Al-Merrikh Stadium, in Sudan’s second-largest city of Omdurman, is not one of the world’s great gladiatorial arenas. Yet this small ground – known as the Red Castle – became the setting for one of football’s most extraordinary tales.
The date was 8 October 2005. The mathematics of qualification for World Cup 2006 was simple. A win for Cameroon against Egypt would see them reach their sixth tournament. Anything less would allow Ivory Coast, playing in Sudan and just a point behind, to leapfrog them and qualify instead – for the first time.
The tag “golden generation” can be a substantial yoke to bear, but the Ivorian squad in 2005 was just that. They were led by the artfully bruising Didier Drogba, with Kolo Toure, Emmanuel Eboue and Didier Zokora all also shining in the Premier League, a world away in London.
Yaya Toure, then with Greek side Olympiakos and still considered raw, was waiting in the wings. This was a squad that could match anything on the African continent. Despite having lost twice to Cameroon in qualifying, they remained agonisingly close as they took to the pitch in Sudan that evening.
Yet, while Ivory Coast’s footballing stars stood on the verge of history, back home the country teetered on the edge of something dark. A civil war that began in 2002 had divided the country, with President Laurent Gbagbo’s government controlling the south and a rebel faction known as The New Forces of Ivory Coast, led by Guillaume Soro, controlling the north.
Fighting broke out on 19 September 2002 with rebels attacking various cities across the country. Sebastien Gnahore, an ex-footballer who fled Ivory Coast, recalls those times.
“It was awful. When I called my sister I could hear the shooting outside the house,” he says. “They all hid under the bed for four days, and only came out to find food.
“All I cared about was whether my family was going to be OK. That’s the only worry I had each morning.”
The initial violence was fierce but short-lived, as both sides became quickly entrenched along a north-south divide. Much of the fighting had ended in 2004, but tensions were rising once again in 2005. The future of the West African country looked bleak.
Modern footballers can seem a world away from the everyday man and woman. The money involved can catapult them into a different realm, and the results can be unpalatable. But the Ivorian players that evening, despite their multi-million-pound lives in Europe, knew much more was at stake. And nobody encapsulated this quite like the man who led their line, and who was about to take centre stage.
Didier Drogba had arrived at Chelsea in 2004 for a reported fee of £24m. His nine-year stay in the Premier League was synonymous with a number of things – including a brutally effective, bulldozing style of centre-forward play and accusations ranging from unsportsmanlike behaviour to outright cheating. Love him or hate him, his achievements in west London were unquestionable.
Four Premier League titles, four FA Cups, three League Cups and a Champions League winner’s medal. Arsene Wenger, whose Arsenal side frequently found themselves on the wrong end of Drogba’s brutal style, said of him: “He is a winner and he will be like that until the end of his life.”
Drogba was indeed a serial winner, but the pressure on that October night in Sudan was entirely different.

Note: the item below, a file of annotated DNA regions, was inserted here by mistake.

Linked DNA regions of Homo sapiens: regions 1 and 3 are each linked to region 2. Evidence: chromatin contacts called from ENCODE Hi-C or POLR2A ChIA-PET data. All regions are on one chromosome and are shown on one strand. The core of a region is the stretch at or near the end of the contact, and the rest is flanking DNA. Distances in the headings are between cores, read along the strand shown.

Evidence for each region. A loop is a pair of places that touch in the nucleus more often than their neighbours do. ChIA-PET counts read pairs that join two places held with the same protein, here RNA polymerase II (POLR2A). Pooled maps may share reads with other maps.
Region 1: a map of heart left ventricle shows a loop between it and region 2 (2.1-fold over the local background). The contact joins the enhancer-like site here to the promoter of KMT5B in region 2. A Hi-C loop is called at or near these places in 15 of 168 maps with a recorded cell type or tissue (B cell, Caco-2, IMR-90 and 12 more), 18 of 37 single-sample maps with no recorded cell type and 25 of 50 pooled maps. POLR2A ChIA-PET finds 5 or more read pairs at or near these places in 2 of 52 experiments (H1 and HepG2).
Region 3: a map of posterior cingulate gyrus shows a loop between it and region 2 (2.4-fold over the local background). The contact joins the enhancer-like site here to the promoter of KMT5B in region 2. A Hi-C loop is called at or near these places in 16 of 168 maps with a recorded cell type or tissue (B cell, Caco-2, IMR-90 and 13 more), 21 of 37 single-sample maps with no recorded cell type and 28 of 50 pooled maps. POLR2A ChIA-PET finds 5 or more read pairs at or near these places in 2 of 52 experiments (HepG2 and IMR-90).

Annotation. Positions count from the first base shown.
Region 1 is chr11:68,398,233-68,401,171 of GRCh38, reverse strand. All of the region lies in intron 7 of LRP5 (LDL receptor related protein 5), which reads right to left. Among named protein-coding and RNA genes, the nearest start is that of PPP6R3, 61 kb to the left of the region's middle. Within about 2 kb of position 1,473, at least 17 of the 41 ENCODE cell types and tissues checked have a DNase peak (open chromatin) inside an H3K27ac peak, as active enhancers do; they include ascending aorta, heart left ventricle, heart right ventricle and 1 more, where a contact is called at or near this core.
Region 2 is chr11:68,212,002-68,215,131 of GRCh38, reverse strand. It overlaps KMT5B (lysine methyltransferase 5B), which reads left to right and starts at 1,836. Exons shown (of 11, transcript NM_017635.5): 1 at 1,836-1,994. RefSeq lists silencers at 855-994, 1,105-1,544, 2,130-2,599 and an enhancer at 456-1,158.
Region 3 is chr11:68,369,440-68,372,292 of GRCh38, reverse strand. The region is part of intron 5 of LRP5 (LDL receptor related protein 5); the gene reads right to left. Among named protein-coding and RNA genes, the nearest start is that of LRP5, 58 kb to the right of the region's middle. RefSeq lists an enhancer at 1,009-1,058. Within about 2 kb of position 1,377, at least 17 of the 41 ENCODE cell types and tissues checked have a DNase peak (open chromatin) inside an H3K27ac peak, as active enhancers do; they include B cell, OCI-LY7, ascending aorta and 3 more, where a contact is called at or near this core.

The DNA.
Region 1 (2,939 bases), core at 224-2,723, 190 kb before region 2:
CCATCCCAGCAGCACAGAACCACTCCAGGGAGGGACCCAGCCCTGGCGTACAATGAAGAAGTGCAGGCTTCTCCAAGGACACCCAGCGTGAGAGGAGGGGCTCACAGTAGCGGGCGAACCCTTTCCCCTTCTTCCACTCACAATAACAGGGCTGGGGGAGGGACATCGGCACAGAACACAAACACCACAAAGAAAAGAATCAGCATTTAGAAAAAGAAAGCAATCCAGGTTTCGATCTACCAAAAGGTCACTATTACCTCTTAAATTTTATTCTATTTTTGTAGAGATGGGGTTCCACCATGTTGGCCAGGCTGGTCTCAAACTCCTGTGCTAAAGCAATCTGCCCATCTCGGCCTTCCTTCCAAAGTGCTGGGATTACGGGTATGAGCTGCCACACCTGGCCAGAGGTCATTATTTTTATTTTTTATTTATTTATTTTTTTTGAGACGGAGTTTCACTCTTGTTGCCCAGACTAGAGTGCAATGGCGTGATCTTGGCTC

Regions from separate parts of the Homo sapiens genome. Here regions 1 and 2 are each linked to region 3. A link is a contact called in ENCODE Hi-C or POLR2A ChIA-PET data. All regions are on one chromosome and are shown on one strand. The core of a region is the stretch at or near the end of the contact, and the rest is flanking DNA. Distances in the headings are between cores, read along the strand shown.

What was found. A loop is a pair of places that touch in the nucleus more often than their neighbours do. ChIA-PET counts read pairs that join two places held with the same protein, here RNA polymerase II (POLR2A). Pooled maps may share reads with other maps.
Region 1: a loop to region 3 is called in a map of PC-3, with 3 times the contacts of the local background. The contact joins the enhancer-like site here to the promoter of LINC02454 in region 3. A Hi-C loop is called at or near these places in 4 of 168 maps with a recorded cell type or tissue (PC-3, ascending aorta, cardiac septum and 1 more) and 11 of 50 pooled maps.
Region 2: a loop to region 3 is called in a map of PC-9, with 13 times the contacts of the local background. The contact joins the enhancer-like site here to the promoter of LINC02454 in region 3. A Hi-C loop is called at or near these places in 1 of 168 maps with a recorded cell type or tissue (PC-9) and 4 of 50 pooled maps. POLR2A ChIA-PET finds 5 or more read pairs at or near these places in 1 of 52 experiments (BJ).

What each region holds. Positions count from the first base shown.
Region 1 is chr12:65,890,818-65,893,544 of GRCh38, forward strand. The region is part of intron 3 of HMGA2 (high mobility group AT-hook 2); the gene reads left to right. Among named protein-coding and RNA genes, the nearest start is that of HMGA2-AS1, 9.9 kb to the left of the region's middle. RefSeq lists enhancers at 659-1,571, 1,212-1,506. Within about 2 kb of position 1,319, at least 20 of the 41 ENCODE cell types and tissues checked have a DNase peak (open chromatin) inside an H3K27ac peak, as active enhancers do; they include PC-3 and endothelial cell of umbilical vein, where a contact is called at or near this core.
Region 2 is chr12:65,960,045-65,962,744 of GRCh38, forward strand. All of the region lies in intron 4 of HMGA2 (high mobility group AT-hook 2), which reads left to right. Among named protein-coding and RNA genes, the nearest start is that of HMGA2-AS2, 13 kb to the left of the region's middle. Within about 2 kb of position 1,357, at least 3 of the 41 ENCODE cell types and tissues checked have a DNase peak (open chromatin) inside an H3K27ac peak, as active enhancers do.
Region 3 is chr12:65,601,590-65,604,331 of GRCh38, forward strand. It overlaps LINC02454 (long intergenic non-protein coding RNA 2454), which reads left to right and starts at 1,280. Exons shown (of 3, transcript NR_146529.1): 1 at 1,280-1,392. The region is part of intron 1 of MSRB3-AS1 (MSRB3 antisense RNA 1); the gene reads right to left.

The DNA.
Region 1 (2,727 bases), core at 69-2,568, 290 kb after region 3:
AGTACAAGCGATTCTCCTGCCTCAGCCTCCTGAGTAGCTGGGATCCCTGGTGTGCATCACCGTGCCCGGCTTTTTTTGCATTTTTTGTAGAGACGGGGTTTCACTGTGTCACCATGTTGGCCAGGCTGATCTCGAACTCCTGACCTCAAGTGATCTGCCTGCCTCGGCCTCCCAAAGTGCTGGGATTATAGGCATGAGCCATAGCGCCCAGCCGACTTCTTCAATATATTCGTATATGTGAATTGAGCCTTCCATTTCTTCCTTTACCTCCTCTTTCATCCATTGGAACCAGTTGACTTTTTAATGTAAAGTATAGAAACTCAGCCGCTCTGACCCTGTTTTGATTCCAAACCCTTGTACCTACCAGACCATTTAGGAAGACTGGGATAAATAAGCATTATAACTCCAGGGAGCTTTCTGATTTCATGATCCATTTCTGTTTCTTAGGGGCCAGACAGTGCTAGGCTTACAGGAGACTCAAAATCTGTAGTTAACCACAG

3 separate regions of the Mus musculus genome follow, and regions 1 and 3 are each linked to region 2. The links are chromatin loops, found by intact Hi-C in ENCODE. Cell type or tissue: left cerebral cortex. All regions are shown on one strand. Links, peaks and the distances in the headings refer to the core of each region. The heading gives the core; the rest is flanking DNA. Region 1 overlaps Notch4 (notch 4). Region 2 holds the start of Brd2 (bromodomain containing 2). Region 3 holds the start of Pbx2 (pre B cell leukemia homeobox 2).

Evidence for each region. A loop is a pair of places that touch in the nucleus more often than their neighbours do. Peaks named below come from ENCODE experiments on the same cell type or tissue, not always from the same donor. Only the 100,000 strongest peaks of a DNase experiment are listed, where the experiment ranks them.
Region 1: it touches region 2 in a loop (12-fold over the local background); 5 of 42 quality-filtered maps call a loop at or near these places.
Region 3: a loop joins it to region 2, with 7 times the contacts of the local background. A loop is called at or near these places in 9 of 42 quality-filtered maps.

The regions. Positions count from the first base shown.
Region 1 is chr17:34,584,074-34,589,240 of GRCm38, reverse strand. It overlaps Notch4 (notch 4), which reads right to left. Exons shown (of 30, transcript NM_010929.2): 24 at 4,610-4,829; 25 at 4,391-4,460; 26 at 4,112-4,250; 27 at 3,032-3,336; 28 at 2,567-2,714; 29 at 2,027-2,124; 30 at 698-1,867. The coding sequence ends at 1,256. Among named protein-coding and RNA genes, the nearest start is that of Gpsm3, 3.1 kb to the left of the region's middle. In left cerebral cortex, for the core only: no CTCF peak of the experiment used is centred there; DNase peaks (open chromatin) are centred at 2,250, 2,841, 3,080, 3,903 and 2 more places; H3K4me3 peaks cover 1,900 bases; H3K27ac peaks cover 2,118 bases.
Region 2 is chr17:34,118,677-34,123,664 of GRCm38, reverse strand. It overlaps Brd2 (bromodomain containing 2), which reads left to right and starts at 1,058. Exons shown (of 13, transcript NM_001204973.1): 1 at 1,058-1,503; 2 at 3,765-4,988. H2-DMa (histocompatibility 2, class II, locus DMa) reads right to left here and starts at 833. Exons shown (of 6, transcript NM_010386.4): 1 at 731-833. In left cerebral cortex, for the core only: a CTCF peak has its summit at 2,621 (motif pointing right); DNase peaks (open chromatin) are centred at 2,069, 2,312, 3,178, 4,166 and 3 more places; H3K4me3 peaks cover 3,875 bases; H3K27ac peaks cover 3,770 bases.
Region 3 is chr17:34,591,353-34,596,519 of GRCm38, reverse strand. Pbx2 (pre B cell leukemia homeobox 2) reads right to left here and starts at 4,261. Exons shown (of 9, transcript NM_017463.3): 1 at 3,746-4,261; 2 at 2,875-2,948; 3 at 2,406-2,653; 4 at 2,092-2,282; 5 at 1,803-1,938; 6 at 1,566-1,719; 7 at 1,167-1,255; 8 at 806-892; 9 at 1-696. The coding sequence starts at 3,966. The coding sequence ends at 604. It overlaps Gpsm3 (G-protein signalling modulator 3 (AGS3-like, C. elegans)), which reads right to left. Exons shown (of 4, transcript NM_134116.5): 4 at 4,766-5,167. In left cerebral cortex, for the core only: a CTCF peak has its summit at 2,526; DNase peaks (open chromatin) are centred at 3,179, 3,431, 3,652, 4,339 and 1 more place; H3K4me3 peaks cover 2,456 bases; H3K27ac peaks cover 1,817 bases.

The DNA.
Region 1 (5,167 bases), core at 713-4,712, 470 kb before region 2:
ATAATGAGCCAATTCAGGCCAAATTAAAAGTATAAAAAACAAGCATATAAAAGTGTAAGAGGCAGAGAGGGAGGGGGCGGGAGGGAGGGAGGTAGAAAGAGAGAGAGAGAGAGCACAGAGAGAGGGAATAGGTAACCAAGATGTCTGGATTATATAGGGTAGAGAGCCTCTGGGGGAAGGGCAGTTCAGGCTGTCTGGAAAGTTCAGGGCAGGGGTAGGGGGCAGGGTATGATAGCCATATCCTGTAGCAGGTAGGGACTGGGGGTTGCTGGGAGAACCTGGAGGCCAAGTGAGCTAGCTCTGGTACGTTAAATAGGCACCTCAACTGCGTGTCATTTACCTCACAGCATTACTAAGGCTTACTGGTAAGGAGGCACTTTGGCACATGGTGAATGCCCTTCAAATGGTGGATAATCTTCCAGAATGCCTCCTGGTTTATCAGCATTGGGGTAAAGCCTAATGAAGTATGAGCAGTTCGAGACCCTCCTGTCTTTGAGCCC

Cameroon’s match against Egypt in Yaounde and Ivory Coast’s fixture with Sudan kicked off simultaneously. Ivory Coast, knowing nothing less than a victory would do, made short work of a Sudanese side second-bottom in the group. In the 73rd minute, Aruna Dindane tucked away his second goal and the team’s third. An 89th-minute Sudanese strike was no more than a consolation. Events were unfolding relatively straightforwardly – but nearly 1,600 miles away in Yaounde, the picture was very different.
Cameroon took the lead in the 20th minute, but the game was tight. A 79th-minute equaliser, bundled in by Mohammed Shawky, brought Egypt level and swung the tide back into the Ivorians’ favour. A draw – so long as they beat Sudan – would see them qualify.
With just seconds remaining in Yaounde, and with the score locked at 1-1, Ivory Coast looked set for their maiden trip to the World Cup. Their match in Sudan had finished. Drogba was standing, surrounded by his team-mates. They were all listening to the radio and waiting. Then the crushing news filtered through. Cameroon had been awarded a soft penalty in the fourth minute of injury time.
For every tale of heartbreak, there must be one of joy. Pierre Wome’s spot-kick crashed against the left-hand post and flew wide. The Cameroon players gathered, dazed and despondent in the penalty area, some pulling their shirts over their eyes. On the other side of the continent, Ivory Coast erupted. For the first time in their history, they would compete at the highest level of international football.
“The whole country – every person, every house – was happy. That day we all forgot the country was still divided,” says Hassane Omar, a 20-year-old student in Abidjan at the time.
For all the breathless footballing drama that took place that night, the most seismic event did not occur on the football pitch, but in the cramped away dressing room at the Al-Merrikh Stadium. A post-game prayer led by Drogba had become something of a ritual, but this would be different.
With the celebrations unfolding, a TV camera was ushered into the changing room. The players huddled before it, their arms draped across each other’s shoulders. Standing in the centre, microphone in hand, was the imposing figure of the Chelsea striker.